Also note that there is a gravitational acceleration constant for the moon and sun and these resulting gravitational forces will also be acting on anything in the vicinity of the earth. All the gravitational forces on an object add using vector mathmatics so the net apparant gravitational force WILL change and thus the net effective gravitational acceleration will change.

But this is way too deep into math and philosophy for what would normally be considered your grade level material. I'm not saying you can't understand it, but it is going to take some reading and study beyond what is normally your grade level.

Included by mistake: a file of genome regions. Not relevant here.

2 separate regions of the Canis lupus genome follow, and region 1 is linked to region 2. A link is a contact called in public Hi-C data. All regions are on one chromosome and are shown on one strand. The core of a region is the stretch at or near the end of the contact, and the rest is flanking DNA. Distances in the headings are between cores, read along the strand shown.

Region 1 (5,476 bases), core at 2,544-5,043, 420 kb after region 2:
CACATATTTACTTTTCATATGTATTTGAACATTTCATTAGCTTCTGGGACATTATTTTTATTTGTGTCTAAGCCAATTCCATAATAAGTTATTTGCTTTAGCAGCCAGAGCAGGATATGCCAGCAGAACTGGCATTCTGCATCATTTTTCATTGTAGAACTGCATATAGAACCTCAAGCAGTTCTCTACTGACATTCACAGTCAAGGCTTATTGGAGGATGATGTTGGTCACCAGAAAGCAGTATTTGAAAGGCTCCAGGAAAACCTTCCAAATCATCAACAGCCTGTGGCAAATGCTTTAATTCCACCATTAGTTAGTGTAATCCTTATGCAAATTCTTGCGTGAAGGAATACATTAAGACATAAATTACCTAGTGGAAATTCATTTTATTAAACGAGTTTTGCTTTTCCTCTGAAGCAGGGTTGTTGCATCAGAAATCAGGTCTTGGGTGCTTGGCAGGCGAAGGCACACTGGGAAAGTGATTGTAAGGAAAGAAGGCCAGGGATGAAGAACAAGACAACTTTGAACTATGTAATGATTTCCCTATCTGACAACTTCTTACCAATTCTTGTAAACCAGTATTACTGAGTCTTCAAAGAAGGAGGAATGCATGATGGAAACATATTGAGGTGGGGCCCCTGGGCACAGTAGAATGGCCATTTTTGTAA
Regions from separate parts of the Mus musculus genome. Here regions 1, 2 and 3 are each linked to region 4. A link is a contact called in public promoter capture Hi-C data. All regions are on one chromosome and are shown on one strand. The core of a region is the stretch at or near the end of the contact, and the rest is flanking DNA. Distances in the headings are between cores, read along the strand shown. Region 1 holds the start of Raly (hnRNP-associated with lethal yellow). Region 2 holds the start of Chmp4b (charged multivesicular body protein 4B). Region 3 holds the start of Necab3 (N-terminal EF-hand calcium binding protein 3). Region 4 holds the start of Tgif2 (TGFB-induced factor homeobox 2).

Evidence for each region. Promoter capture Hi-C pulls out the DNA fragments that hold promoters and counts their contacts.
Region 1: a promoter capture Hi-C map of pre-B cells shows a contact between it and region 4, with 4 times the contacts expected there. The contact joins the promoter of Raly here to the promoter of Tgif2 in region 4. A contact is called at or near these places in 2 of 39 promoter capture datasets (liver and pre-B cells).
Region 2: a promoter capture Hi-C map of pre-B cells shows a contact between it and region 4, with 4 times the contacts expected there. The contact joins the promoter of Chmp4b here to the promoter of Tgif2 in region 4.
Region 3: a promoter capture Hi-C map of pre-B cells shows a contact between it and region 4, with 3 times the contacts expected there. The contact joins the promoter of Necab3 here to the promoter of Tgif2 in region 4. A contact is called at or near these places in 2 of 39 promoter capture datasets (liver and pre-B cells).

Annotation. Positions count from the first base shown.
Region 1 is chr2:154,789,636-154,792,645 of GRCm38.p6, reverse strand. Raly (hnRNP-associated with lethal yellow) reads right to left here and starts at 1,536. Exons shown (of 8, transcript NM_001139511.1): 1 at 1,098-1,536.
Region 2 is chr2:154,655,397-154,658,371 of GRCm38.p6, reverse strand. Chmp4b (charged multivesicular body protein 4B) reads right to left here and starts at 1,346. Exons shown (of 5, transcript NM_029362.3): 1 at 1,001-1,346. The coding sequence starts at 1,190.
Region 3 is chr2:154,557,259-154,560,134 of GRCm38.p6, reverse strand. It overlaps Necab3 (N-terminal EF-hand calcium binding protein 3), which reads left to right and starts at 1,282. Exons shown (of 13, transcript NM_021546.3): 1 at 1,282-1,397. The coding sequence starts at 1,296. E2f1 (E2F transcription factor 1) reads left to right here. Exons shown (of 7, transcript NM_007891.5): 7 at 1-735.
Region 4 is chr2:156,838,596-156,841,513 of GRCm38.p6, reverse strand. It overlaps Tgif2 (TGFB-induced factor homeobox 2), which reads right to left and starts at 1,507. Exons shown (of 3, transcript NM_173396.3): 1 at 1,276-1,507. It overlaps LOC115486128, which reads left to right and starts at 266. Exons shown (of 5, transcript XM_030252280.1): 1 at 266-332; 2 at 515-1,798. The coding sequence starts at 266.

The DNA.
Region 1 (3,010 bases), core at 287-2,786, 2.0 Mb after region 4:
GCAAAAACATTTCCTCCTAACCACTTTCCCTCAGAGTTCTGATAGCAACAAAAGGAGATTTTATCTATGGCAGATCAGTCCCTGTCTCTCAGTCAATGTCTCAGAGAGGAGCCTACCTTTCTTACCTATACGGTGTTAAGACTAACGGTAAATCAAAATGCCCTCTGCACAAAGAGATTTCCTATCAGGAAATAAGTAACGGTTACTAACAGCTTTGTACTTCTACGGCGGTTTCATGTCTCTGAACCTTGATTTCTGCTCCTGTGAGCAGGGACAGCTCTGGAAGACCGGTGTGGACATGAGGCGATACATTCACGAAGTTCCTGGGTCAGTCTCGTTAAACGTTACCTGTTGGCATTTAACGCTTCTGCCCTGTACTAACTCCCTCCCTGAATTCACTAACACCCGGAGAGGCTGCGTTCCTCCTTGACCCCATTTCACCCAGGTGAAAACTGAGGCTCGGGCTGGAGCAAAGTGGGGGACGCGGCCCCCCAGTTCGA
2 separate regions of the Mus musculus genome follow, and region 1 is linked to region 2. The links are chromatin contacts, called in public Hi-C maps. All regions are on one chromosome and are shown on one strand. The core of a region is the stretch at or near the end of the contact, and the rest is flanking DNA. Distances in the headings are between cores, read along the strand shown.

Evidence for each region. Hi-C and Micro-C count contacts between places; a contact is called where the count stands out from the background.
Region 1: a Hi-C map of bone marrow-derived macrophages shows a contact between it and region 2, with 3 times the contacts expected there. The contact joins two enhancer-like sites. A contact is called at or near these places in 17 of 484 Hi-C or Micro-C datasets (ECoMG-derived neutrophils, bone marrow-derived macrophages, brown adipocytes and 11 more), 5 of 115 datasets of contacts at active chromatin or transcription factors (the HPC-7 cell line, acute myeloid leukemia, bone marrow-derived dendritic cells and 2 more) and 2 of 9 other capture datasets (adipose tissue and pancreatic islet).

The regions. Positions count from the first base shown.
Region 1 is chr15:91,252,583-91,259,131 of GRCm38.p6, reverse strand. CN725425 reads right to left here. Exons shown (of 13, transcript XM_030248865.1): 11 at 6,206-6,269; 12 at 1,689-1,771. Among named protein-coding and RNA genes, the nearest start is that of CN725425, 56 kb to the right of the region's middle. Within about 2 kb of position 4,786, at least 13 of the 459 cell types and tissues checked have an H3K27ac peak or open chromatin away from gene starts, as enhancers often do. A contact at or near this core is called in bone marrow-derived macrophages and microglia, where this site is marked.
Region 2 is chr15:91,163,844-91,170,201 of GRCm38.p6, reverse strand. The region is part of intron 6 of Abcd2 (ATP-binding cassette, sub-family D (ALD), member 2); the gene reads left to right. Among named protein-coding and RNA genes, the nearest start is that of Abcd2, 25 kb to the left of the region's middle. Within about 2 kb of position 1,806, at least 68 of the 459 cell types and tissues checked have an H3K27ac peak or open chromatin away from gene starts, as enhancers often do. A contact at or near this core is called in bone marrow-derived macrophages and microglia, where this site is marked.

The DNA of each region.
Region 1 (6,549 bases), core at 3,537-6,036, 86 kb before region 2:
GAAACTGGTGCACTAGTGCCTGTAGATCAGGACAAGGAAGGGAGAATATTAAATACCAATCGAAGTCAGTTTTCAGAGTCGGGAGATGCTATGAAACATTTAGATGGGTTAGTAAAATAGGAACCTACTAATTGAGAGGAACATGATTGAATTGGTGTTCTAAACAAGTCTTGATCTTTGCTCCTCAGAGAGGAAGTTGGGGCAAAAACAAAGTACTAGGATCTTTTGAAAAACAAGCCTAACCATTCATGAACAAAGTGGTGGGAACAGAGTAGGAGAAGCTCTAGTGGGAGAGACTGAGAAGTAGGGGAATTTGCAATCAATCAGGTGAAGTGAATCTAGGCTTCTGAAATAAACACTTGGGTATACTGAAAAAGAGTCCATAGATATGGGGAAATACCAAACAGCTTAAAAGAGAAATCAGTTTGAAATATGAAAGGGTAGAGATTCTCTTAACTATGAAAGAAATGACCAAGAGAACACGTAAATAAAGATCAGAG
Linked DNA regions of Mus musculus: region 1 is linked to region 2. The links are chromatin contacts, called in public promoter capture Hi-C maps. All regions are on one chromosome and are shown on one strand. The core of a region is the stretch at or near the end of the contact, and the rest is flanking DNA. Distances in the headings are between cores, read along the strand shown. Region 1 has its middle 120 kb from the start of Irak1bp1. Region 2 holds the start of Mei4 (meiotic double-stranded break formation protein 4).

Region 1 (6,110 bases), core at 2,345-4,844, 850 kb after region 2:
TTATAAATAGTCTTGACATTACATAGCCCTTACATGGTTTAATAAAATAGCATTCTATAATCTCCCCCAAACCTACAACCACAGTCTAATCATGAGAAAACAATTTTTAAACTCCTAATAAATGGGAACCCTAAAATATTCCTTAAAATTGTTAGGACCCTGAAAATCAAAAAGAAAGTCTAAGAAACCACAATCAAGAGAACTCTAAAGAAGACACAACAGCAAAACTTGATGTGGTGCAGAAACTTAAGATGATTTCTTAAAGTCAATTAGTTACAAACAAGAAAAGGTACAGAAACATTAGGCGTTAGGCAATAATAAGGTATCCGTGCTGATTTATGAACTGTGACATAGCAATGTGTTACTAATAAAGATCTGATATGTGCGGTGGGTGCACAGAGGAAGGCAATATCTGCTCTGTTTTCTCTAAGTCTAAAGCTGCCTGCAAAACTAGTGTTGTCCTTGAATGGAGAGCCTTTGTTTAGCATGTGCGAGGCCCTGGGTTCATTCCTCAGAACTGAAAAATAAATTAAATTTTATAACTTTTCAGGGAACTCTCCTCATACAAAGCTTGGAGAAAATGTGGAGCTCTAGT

Your simple questions were not sufficiently defined to prevent a deep philosophical discussion for which there is no one answer. It comes down to what you specifically mean with respect to gravitational acceleration - was it "net" or combined from all sources or was it specifically the contribution from the earth. If you want precise answers, you have to form precise questions.
-Craig